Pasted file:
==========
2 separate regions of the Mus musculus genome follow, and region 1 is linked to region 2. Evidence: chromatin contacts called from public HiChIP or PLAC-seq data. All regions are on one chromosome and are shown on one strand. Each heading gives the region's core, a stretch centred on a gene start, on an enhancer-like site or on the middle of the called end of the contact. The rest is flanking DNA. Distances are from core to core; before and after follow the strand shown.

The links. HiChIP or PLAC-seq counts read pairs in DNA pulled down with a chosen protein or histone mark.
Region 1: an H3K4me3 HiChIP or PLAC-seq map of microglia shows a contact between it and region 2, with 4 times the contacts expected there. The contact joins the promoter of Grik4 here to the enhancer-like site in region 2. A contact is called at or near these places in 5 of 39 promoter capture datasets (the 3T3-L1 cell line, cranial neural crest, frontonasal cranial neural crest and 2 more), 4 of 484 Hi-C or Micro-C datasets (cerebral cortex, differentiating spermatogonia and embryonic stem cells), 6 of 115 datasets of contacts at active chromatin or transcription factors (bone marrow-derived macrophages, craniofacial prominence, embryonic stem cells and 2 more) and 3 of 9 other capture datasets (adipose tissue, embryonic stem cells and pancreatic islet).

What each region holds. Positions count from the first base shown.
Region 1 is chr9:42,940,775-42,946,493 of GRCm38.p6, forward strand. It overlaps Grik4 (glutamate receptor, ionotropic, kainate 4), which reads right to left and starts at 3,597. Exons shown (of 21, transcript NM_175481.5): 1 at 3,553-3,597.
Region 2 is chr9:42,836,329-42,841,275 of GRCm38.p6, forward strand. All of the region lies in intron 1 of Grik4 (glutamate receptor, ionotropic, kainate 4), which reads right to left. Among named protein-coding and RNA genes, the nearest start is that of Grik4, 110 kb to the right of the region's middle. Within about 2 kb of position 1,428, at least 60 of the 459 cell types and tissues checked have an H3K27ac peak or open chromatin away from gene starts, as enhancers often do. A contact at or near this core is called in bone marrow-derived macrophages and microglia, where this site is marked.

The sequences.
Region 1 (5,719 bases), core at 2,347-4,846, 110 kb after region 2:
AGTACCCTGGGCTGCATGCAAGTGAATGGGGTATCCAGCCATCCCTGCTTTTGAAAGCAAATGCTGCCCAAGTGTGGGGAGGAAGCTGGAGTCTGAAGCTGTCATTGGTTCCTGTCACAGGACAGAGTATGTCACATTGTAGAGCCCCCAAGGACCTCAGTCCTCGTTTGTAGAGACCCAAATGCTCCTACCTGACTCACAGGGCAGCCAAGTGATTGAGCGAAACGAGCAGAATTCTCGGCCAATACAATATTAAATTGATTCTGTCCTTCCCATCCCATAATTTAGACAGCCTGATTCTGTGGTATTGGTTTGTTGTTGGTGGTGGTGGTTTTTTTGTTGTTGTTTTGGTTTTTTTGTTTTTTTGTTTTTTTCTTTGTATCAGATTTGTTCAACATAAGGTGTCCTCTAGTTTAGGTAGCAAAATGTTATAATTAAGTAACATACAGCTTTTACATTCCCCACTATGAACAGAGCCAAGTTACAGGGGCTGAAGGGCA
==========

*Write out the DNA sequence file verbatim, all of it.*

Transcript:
2 separate regions of the Mus musculus genome follow, and region 1 is linked to region 2. Evidence: chromatin contacts called from public HiChIP or PLAC-seq data. All regions are on one chromosome and are shown on one strand. Each heading gives the region's core, a stretch centred on a gene start, on an enhancer-like site or on the middle of the called end of the contact. The rest is flanking DNA. Distances are from core to core; before and after follow the strand shown.

The links. HiChIP or PLAC-seq counts read pairs in DNA pulled down with a chosen protein or histone mark.
Region 1: an H3K4me3 HiChIP or PLAC-seq map of microglia shows a contact between it and region 2, with 4 times the contacts expected there. The contact joins the promoter of Grik4 here to the enhancer-like site in region 2. A contact is called at or near these places in 5 of 39 promoter capture datasets (the 3T3-L1 cell line, cranial neural crest, frontonasal cranial neural crest and 2 more), 4 of 484 Hi-C or Micro-C datasets (cerebral cortex, differentiating spermatogonia and embryonic stem cells), 6 of 115 datasets of contacts at active chromatin or transcription factors (bone marrow-derived macrophages, craniofacial prominence, embryonic stem cells and 2 more) and 3 of 9 other capture datasets (adipose tissue, embryonic stem cells and pancreatic islet).

What each region holds. Positions count from the first base shown.
Region 1 is chr9:42,940,775-42,946,493 of GRCm38.p6, forward strand. It overlaps Grik4 (glutamate receptor, ionotropic, kainate 4), which reads right to left and starts at 3,597. Exons shown (of 21, transcript NM_175481.5): 1 at 3,553-3,597.
Region 2 is chr9:42,836,329-42,841,275 of GRCm38.p6, forward strand. All of the region lies in intron 1 of Grik4 (glutamate receptor, ionotropic, kainate 4), which reads right to left. Among named protein-coding and RNA genes, the nearest start is that of Grik4, 110 kb to the right of the region's middle. Within about 2 kb of position 1,428, at least 60 of the 459 cell types and tissues checked have an H3K27ac peak or open chromatin away from gene starts, as enhancers often do. A contact at or near this core is called in bone marrow-derived macrophages and microglia, where this site is marked.

The sequences.
Region 1 (5,719 bases), core at 2,347-4,846, 110 kb after region 2:
AGTACCCTGGGCTGCATGCAAGTGAATGGGGTATCCAGCCATCCCTGCTTTTGAAAGCAAATGCTGCCCAAGTGTGGGGAGGAAGCTGGAGTCTGAAGCTGTCATTGGTTCCTGTCACAGGACAGAGTATGTCACATTGTAGAGCCCCCAAGGACCTCAGTCCTCGTTTGTAGAGACCCAAATGCTCCTACCTGACTCACAGGGCAGCCAAGTGATTGAGCGAAACGAGCAGAATTCTCGGCCAATACAATATTAAATTGATTCTGTCCTTCCCATCCCATAATTTAGACAGCCTGATTCTGTGGTATTGGTTTGTTGTTGGTGGTGGTGGTTTTTTTGTTGTTGTTTTGGTTTTTTTGTTTTTTTGTTTTTTTCTTTGTATCAGATTTGTTCAACATAAGGTGTCCTCTAGTTTAGGTAGCAAAATGTTATAATTAAGTAACATACAGCTTTTACATTCCCCACTATGAACAGAGCCAAGTTACAGGGGCTGAAGGGCA